For any parent, having a newborn who has trouble breathing can certainly be troubling.
This happens more often than some parents realize, and often can be attributed to laryngomalacia, a softening of the tissues of the larynx. Laryngomalacia — a common cause of high-pitched, noisy breathing, or stridor — usually goes away on its own.
However, in rare cases, like those of Freddrick Griffin Jr. and Asai Owens, the noisy breathing can be something more serious.
These two infants were treated at Children’s Hospital of Georgia back-to-back, which is quite unusual considering the rarity of their condition.
Freddrick’s mother, Margaret Bafford, noticed her son’s stridor soon after he was born on April 13.
“I was told that the noise was just the one babies make while trying to breathe outside the womb,” she said.
She kept researching what could cause it as Freddrick’s breathing got worse, and he was having a lot of trouble feeding as well. She learned about laryngomalacia online.
Bafford didn’t give up and took a video of Freddrick’s breathing to show CHOG’s Dr. William Carroll, a pediatric otolaryngologist, which is head and neck surgeon (also known as ENT — ears, nose and throat).
“After the scope [was done], they brought in five doctors,” Bafford said. She was shocked to learn her son had a vallecular cyst, a non-cancerous growth at the back of the tongue, which causes airway obstruction. “After they told us what it was, we were very scared.”
That appointment was on a Friday. Bafford and her husband, Freddrick Griffin Sr., described that weekend as the most difficult one they’ve ever had.
The following Monday, April 29, the 3-week-old baby underwent surgery to remove the cyst. The surgery took longer than expected, as the cyst was quite large, but they learned afterward the surgery was a success. Freddrick spent the rest of the week in Pediatric Intensive Care Unit (PICU).
Bafford describes the procedure as “being like a light switch,” as Freddrick was ready to eat normally not long after he arrived in NICU.
Now, Freddrick is back home in Palm Branch, South Carolina, and doing just fine, sleeping through the night, she said.
“The care we received and how quickly we got in for our surgery, it blew my mind. I left so many good reviews,” Bafford said. “The staff in the NICU were just phenomenal.”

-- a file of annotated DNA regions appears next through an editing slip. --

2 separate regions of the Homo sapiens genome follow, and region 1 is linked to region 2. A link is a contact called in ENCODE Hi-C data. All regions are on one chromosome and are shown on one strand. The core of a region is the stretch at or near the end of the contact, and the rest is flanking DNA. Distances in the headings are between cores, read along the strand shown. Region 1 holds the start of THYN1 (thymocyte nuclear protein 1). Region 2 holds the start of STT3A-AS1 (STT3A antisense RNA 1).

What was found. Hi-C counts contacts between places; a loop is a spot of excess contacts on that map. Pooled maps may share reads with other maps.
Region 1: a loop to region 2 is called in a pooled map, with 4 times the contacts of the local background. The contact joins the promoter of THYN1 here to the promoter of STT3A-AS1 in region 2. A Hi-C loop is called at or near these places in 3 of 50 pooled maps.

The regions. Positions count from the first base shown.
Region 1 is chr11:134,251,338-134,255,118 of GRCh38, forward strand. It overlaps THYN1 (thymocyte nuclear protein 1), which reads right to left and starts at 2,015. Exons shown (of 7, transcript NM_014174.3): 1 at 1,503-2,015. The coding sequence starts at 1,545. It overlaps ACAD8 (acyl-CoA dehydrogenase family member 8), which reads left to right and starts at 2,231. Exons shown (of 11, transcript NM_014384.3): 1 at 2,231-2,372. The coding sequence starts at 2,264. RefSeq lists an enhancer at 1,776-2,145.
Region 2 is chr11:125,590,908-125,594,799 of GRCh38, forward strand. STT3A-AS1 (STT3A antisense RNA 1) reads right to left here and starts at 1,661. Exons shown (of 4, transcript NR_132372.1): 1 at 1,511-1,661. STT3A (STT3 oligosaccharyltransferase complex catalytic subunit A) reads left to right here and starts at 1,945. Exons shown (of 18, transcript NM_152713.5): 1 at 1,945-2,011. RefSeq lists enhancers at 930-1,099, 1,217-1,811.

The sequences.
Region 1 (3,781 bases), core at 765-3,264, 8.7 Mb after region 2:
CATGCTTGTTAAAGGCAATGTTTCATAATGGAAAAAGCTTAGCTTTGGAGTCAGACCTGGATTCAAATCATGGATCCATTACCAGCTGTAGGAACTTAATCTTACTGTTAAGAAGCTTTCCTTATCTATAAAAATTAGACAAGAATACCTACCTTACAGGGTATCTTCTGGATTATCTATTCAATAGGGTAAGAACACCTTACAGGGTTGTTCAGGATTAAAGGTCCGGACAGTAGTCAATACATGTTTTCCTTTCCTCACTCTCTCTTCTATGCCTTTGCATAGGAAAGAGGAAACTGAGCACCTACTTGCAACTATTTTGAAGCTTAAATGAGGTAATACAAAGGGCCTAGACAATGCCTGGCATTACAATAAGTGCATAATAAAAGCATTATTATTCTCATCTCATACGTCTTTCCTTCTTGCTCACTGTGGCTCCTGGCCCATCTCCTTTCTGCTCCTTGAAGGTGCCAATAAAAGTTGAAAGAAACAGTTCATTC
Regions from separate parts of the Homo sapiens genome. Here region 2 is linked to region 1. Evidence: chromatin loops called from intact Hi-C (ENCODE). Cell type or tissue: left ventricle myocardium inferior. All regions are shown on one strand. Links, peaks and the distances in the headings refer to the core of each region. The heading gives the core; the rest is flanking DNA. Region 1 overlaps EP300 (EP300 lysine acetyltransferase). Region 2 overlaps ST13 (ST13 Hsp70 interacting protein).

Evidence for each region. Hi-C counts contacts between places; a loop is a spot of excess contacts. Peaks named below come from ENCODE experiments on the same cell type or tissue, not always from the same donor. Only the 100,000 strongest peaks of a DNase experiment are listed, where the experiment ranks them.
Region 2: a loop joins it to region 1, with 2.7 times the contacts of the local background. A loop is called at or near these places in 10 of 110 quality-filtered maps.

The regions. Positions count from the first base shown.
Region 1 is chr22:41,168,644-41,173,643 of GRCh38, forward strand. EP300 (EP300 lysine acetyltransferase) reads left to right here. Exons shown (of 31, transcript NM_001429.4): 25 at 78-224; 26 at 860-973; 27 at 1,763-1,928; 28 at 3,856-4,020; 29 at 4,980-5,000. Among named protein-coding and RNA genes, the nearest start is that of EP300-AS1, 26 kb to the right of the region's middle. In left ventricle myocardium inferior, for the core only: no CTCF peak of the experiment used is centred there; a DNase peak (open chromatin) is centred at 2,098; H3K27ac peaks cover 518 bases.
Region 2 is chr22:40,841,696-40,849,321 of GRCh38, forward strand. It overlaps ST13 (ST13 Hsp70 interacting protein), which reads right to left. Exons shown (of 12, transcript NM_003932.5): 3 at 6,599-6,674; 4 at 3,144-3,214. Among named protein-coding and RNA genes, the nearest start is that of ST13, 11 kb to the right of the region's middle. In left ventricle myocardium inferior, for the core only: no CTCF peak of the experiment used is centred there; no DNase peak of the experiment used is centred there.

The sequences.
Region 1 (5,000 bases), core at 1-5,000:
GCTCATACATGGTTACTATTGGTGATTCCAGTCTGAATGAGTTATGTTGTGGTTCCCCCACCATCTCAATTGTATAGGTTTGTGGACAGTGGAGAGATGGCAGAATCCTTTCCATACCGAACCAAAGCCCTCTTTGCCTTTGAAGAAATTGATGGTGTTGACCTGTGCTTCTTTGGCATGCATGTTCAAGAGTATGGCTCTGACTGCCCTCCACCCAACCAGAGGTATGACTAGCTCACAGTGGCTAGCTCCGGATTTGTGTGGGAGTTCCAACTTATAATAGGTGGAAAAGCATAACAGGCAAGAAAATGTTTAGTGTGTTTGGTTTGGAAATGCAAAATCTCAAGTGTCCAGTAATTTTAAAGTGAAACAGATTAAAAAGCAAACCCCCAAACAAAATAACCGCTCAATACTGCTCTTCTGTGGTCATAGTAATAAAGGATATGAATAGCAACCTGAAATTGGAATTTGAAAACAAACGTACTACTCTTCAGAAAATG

Typically, Carroll may go a year or more without seeing another case like this.
“Vallecular cysts require surgery and oftentimes can be more severe than laryngomalacia in the airway obstruction they cause,” Carroll explained, pointing out that the surgery has gotten more advanced with new technologies, as well.
“Diagnosing vallecular cysts earlier is beneficial to the baby because otherwise, the cyst can grow and cause substantial airway obstruction to the point of being a life-threatening concern for the baby. The babies with these cysts often burn more calories than they take in by trying to breathe around the cyst, so their growth is a big concern.”
Despite the rarity of a vallecular cyst, Carroll saw two babies who had one in a short period of time.
Asai Owens of Grovetown, Georgia, was born on April 23, just 10 days after Freddrick.
“Two weeks after his birth, I noticed his breathing was really loud,” said his mother, army dental assistant Azjalynne Lewis, who is currently stationed at Fort Gordon. She was also told this was normal.
Lewis did some research as Asai’s stridor continued. After visiting another pediatrician, she was told it was likely laryngomalacia, or possibly even nasal congestion, and would go away on its own.
At Asai’s eight-week visit to the pediatrician, the breathing problems had not subsided. Lewis also noted that he was only 9 pounds, 5 ounces and had not been growing. This led her to CHOG and an appointment with Carroll on July 9, where Carroll noticed the cyst on the back of his tongue causing breathing and feeding difficulty.
“It looked like he was stuck on his tongue or he was choking,” Lewis said.
Two days later, Asai underwent surgery, spent one night in PICU and went home the next day.
“He started eating pretty fast, not choking like he used to, trying to get air,” Lewis said.
Now, Asai is home, breathing and eating normally.
“For a whole month, he wasn’t growing,” she said. “Now he’s up to 12 pounds, 7 ounces.”
If parents notice their infant is experiencing trouble breathing and eating, Carroll recommends the child be seen by a pediatric ENT specialist immediately. It could very well be laryngomalacia, but it could also be something much more serious that requires treatment.